We circled back to Mortar Rock, just around the corner from Indian Rock, and wandered there longer, just as we used to play there longer in our childhoods. More of those stone surfaces are easily climbable, and Grandma always felt better about us going by ourselves, because we didn't have to cross a busy street to get there.

The houses next to these parks and paths don't have much privacy. In this picture you can see how close they are, and how there are not fences blocking them from park goers and their glances.

When I first put my feet on the dry paths of Mortar Rock Park, suddenly a familar herby smell registered in my senses, making me look down to see long pointy dead leaves underfoot, just as my mind was linking to "bay tree." I lifted my head and saw that the dappled shade was cast by at least two tall old California Bay Laurels (along with oaks and buckeye) whose several large trunks were curving high over the rocks.

And yes, there were the grinding mortars in the rock, empty of anything but leaves at this time of year. Do children still pretend to be Indians grinding acorns in them?

One of the houses we were searching for was only a few blocks from here, so we walked up the street, admiring the many flowers still in bloom in this mild climate. Banks of fuchsias always remind us of the long row of them that grew along the brick path in Grandma and Grandpa's back yard.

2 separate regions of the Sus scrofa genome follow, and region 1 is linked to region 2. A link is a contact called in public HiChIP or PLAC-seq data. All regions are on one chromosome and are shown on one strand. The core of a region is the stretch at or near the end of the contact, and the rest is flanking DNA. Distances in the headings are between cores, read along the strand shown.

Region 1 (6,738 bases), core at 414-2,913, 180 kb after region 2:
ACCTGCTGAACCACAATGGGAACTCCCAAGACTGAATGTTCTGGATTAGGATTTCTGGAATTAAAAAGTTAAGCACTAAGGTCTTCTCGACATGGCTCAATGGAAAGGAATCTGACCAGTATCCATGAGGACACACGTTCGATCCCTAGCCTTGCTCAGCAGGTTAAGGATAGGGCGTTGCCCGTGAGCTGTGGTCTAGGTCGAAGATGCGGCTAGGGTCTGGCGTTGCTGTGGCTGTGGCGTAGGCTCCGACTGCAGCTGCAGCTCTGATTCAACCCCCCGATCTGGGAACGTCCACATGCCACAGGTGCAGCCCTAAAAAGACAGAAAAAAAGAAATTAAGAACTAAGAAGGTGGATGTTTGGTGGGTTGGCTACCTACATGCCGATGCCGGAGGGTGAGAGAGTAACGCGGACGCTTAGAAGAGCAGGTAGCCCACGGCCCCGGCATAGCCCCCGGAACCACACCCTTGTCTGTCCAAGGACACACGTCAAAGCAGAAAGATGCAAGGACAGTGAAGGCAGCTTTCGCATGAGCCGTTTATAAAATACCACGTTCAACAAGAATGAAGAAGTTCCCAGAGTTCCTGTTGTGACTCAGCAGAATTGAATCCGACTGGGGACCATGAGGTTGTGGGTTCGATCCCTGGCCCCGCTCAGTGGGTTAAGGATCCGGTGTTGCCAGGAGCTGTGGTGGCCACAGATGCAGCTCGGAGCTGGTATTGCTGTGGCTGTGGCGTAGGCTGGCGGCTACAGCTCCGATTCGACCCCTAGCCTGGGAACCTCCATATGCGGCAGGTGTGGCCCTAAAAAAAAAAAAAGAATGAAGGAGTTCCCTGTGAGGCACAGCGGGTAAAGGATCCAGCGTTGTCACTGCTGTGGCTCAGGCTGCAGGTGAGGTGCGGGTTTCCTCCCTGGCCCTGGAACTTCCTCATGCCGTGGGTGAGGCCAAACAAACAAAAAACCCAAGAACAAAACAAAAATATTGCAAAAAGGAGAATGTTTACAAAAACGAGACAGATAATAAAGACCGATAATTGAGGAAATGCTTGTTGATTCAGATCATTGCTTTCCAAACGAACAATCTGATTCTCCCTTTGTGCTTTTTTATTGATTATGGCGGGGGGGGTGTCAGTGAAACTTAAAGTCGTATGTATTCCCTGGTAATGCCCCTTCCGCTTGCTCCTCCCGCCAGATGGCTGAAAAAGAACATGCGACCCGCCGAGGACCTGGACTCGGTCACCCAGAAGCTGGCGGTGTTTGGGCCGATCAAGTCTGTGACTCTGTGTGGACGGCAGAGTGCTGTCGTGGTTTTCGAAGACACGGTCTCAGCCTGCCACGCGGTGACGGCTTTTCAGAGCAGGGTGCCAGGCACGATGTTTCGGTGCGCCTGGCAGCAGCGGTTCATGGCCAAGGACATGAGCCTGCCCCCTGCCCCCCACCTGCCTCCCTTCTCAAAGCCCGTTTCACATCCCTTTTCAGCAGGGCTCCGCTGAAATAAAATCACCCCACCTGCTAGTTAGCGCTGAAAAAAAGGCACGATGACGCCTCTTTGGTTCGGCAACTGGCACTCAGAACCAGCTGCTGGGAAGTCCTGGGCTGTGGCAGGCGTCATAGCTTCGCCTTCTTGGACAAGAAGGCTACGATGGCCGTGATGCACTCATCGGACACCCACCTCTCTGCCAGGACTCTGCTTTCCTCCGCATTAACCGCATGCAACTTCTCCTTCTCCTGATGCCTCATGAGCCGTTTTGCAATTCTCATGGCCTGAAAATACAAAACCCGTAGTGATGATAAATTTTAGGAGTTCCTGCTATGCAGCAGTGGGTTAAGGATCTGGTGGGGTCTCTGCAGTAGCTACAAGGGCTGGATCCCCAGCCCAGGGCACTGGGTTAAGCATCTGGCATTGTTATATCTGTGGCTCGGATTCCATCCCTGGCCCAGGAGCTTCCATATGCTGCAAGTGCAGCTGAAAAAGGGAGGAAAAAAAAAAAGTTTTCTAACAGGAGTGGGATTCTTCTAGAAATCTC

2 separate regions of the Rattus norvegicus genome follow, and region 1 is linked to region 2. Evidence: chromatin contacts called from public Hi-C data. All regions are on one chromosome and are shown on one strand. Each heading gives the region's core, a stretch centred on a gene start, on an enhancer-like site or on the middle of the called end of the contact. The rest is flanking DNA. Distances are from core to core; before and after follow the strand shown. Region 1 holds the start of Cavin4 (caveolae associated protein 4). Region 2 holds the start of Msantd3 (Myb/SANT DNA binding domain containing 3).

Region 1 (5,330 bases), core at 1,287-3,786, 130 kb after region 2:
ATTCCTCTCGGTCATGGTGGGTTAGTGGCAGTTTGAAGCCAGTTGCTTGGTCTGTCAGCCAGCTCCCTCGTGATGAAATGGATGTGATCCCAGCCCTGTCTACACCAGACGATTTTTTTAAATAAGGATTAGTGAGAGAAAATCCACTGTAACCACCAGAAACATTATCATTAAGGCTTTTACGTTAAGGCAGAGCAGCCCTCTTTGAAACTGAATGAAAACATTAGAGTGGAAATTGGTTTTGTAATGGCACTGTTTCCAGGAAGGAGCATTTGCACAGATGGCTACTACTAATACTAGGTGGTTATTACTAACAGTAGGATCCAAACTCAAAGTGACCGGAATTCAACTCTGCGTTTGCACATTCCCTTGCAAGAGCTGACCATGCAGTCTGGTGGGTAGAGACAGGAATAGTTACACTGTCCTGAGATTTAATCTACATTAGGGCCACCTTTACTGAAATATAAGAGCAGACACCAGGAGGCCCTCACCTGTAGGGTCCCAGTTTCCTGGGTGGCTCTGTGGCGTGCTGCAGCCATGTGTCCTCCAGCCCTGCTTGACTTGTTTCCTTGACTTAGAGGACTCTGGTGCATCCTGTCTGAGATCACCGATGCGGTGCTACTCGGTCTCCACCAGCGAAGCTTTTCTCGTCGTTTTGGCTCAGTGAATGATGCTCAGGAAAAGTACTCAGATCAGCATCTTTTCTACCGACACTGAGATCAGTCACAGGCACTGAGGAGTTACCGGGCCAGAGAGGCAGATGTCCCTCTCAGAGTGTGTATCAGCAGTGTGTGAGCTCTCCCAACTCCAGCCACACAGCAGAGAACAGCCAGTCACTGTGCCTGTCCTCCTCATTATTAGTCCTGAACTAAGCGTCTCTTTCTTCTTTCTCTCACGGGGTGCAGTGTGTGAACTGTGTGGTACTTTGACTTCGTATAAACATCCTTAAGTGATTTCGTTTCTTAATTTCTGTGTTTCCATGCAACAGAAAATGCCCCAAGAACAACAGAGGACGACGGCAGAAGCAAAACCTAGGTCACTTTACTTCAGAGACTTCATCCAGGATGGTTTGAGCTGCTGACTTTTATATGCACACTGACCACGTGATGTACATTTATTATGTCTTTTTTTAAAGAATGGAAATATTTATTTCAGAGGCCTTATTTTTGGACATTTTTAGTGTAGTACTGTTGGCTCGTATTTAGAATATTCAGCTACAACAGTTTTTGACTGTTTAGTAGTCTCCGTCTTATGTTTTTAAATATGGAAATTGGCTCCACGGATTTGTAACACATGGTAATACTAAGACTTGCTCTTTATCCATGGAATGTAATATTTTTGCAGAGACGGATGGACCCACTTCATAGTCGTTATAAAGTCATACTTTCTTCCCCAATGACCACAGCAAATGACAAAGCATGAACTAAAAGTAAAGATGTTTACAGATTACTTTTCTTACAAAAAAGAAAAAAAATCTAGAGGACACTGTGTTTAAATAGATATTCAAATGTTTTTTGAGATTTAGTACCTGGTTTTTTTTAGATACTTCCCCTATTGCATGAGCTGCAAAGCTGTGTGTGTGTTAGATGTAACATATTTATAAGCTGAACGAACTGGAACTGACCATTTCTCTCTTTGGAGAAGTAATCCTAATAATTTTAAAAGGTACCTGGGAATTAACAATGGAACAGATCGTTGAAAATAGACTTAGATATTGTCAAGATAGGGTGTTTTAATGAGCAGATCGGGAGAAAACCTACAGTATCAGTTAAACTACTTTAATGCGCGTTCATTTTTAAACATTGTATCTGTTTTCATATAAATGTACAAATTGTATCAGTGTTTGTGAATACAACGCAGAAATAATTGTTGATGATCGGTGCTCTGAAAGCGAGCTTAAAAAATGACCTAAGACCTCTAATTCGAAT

More rocks! This house, though modern in design, has a very traditional and unchanging boulder to distinguish its front yard.

This one's even more of a monolith. Having such a thing in your front yard would certainly lend drama to the landscaping. I wonder if the owners of the house are helped to keep a humble perspective on their lives, with the antiquity of their mineral friend constantly looming. So solid, and not going anywhere. 

Lots of giant volcanic rocks dot the neighborhood. I saw these I didn't remember on Santa Barbara Avenue, taking up a lot or two.
Rocks on Santa Barbara Ave., Berkeley CA
The weather was summery, and we seemed to walk always up, and up. It felt good to stop frequently to snap pictures of fall color or late summer flowers. Eventually we arrived at the first house of our father's on our list, on Santa Barbara Avenue.